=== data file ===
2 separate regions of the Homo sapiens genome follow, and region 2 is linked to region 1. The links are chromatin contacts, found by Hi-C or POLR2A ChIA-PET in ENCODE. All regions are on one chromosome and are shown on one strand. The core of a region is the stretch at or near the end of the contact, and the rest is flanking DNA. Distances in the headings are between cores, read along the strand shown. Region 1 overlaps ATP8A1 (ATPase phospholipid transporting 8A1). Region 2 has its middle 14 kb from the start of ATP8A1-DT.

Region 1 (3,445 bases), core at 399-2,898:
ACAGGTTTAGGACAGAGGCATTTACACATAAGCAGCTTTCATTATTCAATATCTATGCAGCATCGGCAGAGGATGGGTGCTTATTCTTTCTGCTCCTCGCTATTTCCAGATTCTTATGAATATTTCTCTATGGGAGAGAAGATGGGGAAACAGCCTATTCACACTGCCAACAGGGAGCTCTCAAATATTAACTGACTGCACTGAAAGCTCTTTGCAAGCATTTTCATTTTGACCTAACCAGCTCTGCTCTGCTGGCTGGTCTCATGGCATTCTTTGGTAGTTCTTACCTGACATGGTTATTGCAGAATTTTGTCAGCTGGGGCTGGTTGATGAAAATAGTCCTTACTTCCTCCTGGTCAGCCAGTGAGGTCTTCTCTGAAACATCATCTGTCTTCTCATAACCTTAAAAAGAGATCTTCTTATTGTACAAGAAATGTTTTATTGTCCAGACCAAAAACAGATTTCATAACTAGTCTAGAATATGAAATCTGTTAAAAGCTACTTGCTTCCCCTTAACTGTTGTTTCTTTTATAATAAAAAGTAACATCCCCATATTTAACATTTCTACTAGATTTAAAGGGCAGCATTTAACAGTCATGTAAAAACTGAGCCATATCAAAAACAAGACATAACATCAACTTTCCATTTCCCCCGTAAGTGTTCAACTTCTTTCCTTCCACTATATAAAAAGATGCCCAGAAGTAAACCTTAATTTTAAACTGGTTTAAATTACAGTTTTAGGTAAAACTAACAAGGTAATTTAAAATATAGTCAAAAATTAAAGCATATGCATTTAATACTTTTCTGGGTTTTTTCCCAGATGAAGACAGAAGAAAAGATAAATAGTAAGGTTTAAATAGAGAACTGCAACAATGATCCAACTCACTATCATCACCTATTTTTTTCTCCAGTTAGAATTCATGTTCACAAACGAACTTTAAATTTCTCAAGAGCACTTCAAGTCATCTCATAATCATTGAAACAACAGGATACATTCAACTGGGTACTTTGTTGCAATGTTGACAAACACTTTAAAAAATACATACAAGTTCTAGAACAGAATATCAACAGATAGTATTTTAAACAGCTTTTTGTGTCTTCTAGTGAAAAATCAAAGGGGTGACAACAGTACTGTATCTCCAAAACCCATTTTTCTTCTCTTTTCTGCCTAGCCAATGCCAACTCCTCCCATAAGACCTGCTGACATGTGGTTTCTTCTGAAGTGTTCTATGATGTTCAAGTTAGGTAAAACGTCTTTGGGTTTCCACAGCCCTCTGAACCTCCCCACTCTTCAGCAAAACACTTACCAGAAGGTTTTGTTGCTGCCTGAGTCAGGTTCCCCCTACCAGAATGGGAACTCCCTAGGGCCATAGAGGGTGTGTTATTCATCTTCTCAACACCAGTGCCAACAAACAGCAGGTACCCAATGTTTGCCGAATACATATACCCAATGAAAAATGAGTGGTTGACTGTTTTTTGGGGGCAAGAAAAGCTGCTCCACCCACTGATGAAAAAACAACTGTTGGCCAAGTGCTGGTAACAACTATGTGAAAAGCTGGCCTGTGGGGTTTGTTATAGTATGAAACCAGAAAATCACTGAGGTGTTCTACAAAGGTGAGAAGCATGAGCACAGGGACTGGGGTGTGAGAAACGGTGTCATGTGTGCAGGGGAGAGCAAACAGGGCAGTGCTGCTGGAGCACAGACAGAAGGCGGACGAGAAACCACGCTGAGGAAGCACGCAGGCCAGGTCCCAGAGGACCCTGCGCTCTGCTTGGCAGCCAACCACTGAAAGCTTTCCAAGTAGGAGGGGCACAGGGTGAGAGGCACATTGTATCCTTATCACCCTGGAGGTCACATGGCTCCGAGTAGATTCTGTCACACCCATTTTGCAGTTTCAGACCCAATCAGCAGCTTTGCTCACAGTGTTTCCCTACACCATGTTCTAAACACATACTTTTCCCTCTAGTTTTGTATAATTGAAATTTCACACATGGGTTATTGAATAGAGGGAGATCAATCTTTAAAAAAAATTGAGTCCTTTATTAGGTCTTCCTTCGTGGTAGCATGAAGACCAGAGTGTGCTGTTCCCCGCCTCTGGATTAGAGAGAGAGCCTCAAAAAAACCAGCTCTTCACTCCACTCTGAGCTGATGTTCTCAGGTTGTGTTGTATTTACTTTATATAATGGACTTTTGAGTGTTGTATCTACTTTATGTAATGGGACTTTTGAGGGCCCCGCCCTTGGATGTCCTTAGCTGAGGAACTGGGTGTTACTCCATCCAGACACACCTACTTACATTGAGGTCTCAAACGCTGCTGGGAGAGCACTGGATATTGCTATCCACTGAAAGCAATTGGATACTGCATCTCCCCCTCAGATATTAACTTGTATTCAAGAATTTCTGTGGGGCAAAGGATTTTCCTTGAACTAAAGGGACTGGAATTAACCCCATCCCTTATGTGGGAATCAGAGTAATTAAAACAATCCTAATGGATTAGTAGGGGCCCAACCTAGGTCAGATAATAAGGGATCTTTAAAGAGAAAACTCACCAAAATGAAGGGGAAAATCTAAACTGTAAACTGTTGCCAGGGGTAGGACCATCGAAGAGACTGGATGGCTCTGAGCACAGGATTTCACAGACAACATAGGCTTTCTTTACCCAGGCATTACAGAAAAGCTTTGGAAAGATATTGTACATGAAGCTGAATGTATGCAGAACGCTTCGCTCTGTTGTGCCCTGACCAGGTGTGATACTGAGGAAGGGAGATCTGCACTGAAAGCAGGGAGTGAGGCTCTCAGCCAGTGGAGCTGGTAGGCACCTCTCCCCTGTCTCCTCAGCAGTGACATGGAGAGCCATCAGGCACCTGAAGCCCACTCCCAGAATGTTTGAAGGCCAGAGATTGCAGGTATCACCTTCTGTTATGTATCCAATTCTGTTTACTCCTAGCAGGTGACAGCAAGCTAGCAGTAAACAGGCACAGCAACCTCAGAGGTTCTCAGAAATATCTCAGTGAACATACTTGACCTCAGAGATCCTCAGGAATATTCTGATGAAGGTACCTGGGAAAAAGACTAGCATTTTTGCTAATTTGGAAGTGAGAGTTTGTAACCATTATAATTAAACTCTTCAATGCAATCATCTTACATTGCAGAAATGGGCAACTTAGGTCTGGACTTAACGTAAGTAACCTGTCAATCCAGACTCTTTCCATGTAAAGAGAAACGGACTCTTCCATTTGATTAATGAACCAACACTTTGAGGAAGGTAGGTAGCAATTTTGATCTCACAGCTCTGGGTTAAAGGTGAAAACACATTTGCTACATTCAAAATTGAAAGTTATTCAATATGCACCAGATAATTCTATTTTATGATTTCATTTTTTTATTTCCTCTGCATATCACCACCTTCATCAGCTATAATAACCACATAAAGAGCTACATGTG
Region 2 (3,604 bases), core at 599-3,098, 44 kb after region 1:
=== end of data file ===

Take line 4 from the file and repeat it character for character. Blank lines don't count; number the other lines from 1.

Region 2 (3,604 bases), core at 599-3,098, 44 kb after region 1: